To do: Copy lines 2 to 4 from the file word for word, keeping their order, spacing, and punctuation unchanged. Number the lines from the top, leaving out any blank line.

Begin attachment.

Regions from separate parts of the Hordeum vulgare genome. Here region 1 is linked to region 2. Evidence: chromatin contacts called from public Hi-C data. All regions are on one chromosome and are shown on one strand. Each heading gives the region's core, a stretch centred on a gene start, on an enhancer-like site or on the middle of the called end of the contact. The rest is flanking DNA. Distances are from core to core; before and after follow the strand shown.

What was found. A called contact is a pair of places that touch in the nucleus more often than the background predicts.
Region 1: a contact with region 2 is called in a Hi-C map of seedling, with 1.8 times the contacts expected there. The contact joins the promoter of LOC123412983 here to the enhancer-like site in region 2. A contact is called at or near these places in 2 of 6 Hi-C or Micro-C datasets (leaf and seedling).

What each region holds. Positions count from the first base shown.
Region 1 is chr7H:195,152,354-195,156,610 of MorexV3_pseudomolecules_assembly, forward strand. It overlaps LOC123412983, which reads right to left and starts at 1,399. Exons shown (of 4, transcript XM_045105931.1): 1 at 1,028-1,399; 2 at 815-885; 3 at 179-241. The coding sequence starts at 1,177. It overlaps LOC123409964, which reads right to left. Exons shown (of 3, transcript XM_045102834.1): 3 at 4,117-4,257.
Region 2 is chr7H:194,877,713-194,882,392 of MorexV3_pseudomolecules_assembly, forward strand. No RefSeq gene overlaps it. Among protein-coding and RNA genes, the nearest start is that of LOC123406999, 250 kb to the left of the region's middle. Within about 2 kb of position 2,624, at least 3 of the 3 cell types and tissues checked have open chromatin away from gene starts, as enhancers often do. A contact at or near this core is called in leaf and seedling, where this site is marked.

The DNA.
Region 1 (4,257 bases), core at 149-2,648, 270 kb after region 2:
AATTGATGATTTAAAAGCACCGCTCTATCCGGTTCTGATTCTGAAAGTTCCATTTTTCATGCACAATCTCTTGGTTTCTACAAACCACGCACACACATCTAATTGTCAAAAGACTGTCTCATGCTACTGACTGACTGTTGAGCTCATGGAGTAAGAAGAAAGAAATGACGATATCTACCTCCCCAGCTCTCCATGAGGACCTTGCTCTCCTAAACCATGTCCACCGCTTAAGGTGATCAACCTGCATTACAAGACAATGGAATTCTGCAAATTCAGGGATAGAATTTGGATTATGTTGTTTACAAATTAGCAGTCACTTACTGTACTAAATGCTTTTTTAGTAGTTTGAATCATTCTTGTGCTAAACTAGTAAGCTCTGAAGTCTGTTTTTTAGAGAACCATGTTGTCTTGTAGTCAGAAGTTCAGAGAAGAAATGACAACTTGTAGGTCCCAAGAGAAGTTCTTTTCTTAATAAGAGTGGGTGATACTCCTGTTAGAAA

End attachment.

What was found. A called contact is a pair of places that touch in the nucleus more often than the background predicts.
Region 1: a contact with region 2 is called in a Hi-C map of seedling, with 1.8 times the contacts expected there. The contact joins the promoter of LOC123412983 here to the enhancer-like site in region 2. A contact is called at or near these places in 2 of 6 Hi-C or Micro-C datasets (leaf and seedling).

What each region holds. Positions count from the first base shown.